The A set is the first passenger train in the world to use LED lamps for all lighting (except headlights). In doing so, the designers managed to remove almost 800kg in reflectors and ballasts associated with fluorescent units, as well as reducing power consumption to around a quarter of that used by fluorescents.[11] Woollen moquette fabric, a durable, vandal-resistant material, is used to cover the train's seats. The seats use specially developed shock absorbers such that the reversing feature is damped - this was a safety feature added to allow reversible seats which would contain passengers in the event of an accident.[11] Detailed design of the train was completed in July 2009.[12]

The series 2 trains share more than 90 percent of their design with the original Waratahs.[13] The trains' exterior features the same silver and yellow design as the A sets, however, the trains entered service with a black, orange and silver wrap applied to the cabs, and additional black sections around the side windows.[14]

Construction and delivery[edit]

Series 1[edit]

Auburn Maintenance Centre (in the centre of the image)
The inter-carriage doors feature a new mechanism for opening during an emergency, in response to Justice McInerney's Report into the Waterfall rail accident recommending the development of alternative emergency exits for passengers

The joint venture between Downer EDi Rail and Hitachi was established to design, manufacture and commission the series 1 trains.[2] The stainless steel bodies were partially constructed by Changchun Railway Vehicles in China before being shipped to Downer EDI’s Cardiff Locomotive Workshops facility for final assembly, testing and commissioning.[2] The manufacturing facility at Cardiff received an upgrade of over $20 million to cater for the needs of the project.[2] Other infrastructure works included the construction of the Auburn Maintenance Centre and new substations at various locations around the network.[15]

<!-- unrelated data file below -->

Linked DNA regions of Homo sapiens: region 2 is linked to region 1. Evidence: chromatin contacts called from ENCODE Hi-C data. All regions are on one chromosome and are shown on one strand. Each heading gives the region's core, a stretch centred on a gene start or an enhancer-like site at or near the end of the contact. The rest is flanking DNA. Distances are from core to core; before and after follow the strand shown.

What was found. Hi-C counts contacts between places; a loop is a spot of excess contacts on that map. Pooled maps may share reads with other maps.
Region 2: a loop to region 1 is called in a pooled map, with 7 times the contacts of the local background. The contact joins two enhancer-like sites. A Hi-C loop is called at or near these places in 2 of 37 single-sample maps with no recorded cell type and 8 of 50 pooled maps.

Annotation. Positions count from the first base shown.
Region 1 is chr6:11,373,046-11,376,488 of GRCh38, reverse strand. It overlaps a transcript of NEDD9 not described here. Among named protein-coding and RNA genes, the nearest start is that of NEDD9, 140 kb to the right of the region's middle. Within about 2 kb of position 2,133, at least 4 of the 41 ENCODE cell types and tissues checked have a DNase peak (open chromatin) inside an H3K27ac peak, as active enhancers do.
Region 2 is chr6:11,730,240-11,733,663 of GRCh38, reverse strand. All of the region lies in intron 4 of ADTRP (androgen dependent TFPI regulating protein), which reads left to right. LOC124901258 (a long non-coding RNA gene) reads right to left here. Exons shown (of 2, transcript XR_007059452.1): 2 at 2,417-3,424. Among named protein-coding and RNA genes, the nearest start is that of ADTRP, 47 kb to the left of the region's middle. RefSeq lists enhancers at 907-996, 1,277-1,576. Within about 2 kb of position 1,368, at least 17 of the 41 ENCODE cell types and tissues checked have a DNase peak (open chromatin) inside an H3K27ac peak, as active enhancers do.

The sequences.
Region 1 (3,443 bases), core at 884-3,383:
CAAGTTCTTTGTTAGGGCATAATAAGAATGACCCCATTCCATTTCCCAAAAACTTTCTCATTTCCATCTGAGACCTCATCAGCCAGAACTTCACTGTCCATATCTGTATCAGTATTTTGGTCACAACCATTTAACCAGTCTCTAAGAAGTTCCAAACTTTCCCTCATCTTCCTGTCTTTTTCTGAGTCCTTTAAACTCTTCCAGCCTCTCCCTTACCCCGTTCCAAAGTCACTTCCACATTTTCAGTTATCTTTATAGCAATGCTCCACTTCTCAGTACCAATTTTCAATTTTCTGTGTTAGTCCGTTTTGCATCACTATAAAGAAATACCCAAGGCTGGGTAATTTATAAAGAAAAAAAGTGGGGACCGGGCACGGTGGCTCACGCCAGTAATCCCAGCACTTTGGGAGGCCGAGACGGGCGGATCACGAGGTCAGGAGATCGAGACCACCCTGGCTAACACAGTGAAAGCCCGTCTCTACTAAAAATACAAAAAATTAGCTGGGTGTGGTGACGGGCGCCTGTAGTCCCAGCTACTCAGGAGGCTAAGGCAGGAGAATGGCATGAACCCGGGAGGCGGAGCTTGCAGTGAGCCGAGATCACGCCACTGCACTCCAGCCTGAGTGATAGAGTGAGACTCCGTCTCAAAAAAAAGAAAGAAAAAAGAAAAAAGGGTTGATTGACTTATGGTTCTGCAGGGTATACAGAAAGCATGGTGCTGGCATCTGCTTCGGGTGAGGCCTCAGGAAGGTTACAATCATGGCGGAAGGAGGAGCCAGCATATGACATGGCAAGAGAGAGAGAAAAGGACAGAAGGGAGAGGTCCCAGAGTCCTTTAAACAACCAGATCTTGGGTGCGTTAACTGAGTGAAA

A four car pre-production test train was built to test the train sub-systems and compatibility with the Sydney suburban network.[2] This was intended to allow any issues with the train to be corrected before the production trains entered service.[2] The test train was expected to perform trial runs from mid 2009,[2] but did not begin network testing until April 2010.[16] The pre-production train concluded testing in August 2010.[17] The first production set began network testing in August 2010[17] and by November 2010, three sets were undergoing testing.[18]

The first trains were scheduled to be introduced in late 2010, but a series of delays pushed back their introduction.[19][20] The first train intended for service (A3) was delivered to then-operator CityRail for acceptance on 20 April 2011.[21] CityRail had 20 business days to accept or reject the train, but a decision was postponed by two weeks to allow Downer EDi to correct further defects.[22] CityRail rejected the train due to safety concerns and a number of defects.[23] The defects included; 'milky' effect windscreens – apparent when under direct sunlight, poor-quality steel welding as evident in the indents seen on some areas of the carriage exterior, gaps in the plastic moulding, handrails not lining up with stairs and software problems.[7][24]

Once the majority of the problems were resolved by Downer EDi, CityRail allowed A3 to commence service, though operating under special conditions.[25] It entered service on 1 July 2011,[26] operating its maiden run from Redfern to Macarthur via the City Circle and Airport. Initially, it operated two return services from the City to Macarthur via the Airport line during the off-peak period on weekdays, and all day on the Airport & East Hills and South lines on weekends. On 14 October 2011, A3 became the first Waratah set to operate during peak hours.[27] As more Waratahs became available, the trains were progressively rolled out to most lines of the Sydney suburban network. On 2 June 2014, it was announced that the final Waratah set (A80) had been delivered.[15]

Originally, the Waratahs were intended to replace all 498 S set carriages,[28] but in February 2013 it was revealed that some S sets would still be required in order to provide services on the South West Rail Link.[29] An option existed to extend the order, but in March 2013 the government indicated it would not take this up.[30]

Series 2[edit]

Despite proceeding with the intercity train order, the New South Wales Government announced on 1 December 2016 that 24 new suburban trains had been ordered. Known as the Sydney Growth Trains during development, the trains are officially classified as B sets and are also known as "Waratah Series 2" trains.[31][32]